Makeup by the Young Lords
I get the feeling the Bronx Museum’s programming on the Young Lords Party (YLP) is huge. I get the feeling that their insertion into a more prominent historiography of modern New York City activism is one of those slow but groundbreaking endeavors that rewrites history. But it is not only for the dusty record books; new historiography gives their political heirs today a proper inheritance to work with. I want to acknowledge their activism and their accomplishments. I need to talk about their stance on women, starting with the reprints of Palante at the Bronx Museum.
The makeup and beauty page reprint begins by mansplaining that “we live in an economic system called capitalism” and that “capitalism is based on selling things for profit.” What could be dismissed as either lost in Spanish-to-English translation or thought-to-language translation, a.k.a. “insensitivity”, grows impossible to ignore as we read on. There is the evisceration of female agency, desire, and capacity to negotiate as we are to understand that any and all use of makeup constitutes somehow both the mysterious cognitive inability of Third World Women to recognize the powers at play and our lack of will to resist. To explain this weakness of will there is even an appeal to the honorable tradition of scientific sexism that females just want to breed and thus wear makeup to “find a man”. It’s too bad women of color are not so obsessed with giving birth and becoming secretaries. If only we weren’t, maybe then we can have a place in the next ‘radical’ revolution.
To be clear, I am not in need of either
· Mass media imposed standards that will accept my gender but on condition of embodying, through makeup, late capitalist or neoliberal subjectivity OR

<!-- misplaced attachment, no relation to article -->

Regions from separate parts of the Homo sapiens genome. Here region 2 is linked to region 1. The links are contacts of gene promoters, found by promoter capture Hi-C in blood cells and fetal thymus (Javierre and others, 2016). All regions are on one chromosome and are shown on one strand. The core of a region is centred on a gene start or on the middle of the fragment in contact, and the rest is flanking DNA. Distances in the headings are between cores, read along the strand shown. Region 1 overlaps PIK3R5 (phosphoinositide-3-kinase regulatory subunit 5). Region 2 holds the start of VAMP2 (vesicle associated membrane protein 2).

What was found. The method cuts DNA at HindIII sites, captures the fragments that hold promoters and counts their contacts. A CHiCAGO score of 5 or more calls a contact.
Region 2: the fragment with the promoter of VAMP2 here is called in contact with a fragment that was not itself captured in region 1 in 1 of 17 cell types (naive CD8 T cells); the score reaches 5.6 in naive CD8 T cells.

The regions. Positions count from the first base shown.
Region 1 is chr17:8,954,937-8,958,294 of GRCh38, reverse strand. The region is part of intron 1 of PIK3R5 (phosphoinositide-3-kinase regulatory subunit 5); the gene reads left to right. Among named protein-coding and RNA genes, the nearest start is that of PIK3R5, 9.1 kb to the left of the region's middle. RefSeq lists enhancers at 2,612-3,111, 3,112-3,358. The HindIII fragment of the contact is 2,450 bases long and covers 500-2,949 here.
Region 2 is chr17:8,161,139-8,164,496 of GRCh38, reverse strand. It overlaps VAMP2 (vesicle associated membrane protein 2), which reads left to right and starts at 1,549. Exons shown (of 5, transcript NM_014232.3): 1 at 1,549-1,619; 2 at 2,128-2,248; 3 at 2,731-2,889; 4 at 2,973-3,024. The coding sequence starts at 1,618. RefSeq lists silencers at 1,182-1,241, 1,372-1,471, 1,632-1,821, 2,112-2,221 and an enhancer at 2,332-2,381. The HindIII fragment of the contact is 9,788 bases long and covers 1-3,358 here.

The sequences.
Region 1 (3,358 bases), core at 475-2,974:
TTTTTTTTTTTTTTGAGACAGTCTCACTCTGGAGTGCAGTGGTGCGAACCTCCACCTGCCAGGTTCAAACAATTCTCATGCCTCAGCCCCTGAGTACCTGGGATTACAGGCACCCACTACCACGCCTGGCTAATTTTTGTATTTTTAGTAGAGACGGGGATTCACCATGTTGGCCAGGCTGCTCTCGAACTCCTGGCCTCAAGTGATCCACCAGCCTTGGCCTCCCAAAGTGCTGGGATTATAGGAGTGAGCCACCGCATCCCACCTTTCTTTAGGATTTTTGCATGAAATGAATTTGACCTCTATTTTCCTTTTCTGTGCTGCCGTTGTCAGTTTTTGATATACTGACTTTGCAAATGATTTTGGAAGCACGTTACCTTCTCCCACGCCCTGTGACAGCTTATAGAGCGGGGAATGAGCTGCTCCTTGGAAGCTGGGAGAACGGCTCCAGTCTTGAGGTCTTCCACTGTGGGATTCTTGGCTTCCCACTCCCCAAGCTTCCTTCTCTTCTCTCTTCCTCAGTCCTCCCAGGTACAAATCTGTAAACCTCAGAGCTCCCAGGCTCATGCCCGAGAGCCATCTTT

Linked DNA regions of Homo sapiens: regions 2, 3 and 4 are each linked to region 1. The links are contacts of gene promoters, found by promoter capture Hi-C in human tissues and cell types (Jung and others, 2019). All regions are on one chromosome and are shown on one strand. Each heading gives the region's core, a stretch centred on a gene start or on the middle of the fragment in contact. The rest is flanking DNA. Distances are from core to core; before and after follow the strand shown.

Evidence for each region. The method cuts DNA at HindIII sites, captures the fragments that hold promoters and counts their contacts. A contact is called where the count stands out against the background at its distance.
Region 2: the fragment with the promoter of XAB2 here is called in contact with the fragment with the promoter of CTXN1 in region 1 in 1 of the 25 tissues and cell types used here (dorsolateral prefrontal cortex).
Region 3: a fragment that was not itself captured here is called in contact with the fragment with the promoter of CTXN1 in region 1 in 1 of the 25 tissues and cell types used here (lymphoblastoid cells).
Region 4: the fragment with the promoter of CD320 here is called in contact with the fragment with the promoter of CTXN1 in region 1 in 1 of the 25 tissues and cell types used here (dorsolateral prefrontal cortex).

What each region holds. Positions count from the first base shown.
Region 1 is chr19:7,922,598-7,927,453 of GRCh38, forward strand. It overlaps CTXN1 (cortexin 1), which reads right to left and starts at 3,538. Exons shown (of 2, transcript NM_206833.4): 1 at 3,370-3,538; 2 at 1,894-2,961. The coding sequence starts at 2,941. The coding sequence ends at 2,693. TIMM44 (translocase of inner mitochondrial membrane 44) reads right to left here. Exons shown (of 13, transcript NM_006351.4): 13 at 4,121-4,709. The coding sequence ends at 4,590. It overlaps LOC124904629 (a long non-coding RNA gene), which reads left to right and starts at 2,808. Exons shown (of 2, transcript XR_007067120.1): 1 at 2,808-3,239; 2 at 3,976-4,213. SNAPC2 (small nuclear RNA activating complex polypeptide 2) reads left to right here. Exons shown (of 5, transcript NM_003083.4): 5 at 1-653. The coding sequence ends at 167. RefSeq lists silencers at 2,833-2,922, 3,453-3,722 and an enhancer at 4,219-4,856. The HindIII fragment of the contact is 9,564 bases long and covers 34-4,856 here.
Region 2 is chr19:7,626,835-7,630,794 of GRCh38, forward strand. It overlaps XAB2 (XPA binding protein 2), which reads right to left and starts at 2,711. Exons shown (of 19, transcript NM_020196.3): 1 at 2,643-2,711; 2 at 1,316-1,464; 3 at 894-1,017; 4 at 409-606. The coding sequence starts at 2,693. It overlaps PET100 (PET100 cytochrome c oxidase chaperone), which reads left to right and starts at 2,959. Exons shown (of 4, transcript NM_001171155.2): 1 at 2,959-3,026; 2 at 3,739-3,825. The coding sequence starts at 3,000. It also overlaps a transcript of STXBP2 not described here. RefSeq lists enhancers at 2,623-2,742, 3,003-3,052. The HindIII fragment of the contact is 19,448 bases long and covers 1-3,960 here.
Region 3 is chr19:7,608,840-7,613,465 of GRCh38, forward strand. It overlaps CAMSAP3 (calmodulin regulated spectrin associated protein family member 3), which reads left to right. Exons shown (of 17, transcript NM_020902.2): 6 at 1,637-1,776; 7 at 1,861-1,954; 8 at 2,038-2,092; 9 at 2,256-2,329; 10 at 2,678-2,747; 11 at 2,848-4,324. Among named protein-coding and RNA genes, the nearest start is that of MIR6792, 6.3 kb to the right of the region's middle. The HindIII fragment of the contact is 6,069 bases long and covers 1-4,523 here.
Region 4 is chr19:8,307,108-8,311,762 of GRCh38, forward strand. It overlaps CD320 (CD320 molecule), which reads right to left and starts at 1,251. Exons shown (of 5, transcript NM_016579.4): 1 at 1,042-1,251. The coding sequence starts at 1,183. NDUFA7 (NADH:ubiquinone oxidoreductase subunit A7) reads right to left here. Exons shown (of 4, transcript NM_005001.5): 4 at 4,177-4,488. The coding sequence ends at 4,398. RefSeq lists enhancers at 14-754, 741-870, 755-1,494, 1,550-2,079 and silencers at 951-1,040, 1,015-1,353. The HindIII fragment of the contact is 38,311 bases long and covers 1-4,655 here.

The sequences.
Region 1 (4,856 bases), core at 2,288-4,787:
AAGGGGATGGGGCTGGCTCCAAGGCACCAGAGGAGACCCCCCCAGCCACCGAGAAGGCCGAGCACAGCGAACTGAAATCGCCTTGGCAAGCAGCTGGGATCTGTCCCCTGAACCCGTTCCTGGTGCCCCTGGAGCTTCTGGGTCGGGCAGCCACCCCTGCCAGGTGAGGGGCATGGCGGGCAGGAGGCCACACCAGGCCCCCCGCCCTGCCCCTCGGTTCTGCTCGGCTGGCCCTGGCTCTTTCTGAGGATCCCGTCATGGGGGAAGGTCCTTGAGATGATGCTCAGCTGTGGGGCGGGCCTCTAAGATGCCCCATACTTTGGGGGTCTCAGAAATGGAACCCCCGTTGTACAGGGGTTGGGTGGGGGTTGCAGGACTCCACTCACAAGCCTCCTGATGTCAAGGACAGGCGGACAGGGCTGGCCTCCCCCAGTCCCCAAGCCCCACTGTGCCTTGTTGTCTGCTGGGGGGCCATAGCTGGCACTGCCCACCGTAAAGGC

Revolution, if there is to be one, should be intersectional from the beginning. It shouldn’t alienate and leave behind, like so many others have. There is no such thing as trickle down feminism.
 While objectifying me — you can read more about the YLP’s fraught relationship with women including their objectification of senior female party leaders in Nelson (2001). Point 5 of their 13 Point Program, “down with chauvinism and male machismo”, was not only added belatedly but its subjects, chauvinism and machismo, are I think actually more male-centric than misogyny.
 I want to assume this article was written by a man, or someone who has never worn makeup, because its blanket denial of the opportunities for struggle and empowerment would be untenable if its author knew the minutes spent putting on makeup as I do. It could be written by a woman, either someone who just really doesn’t get anything out of makeup, or a subjectivity that has been produced to know herself as he knows her (Roy 1998, 39 in Nguyen 2011, 376). But this latter guess is too akin to my critique, the evisceration of agency, so I refrain from guessing at the writer.
Fernández, J., and Y. Ramírez, curators. ¡Presente! The Young Lords in New York. 2 July to 18 October 2015. Bronx Museum, New York City.
Nelson, J. A. (2001). “Abortions under Community Control”: Feminism, Nationalism, and the Politics of Reproduction among New York City’s Young Lords. Journal of Women’s History, 13(1), 157–180.
Nguyen, M. T. (2011). The Biopower of Beauty: Humanitarian Imperialisms and Global Feminisms in an Age of Terror. Signs, 36(2), 359–383.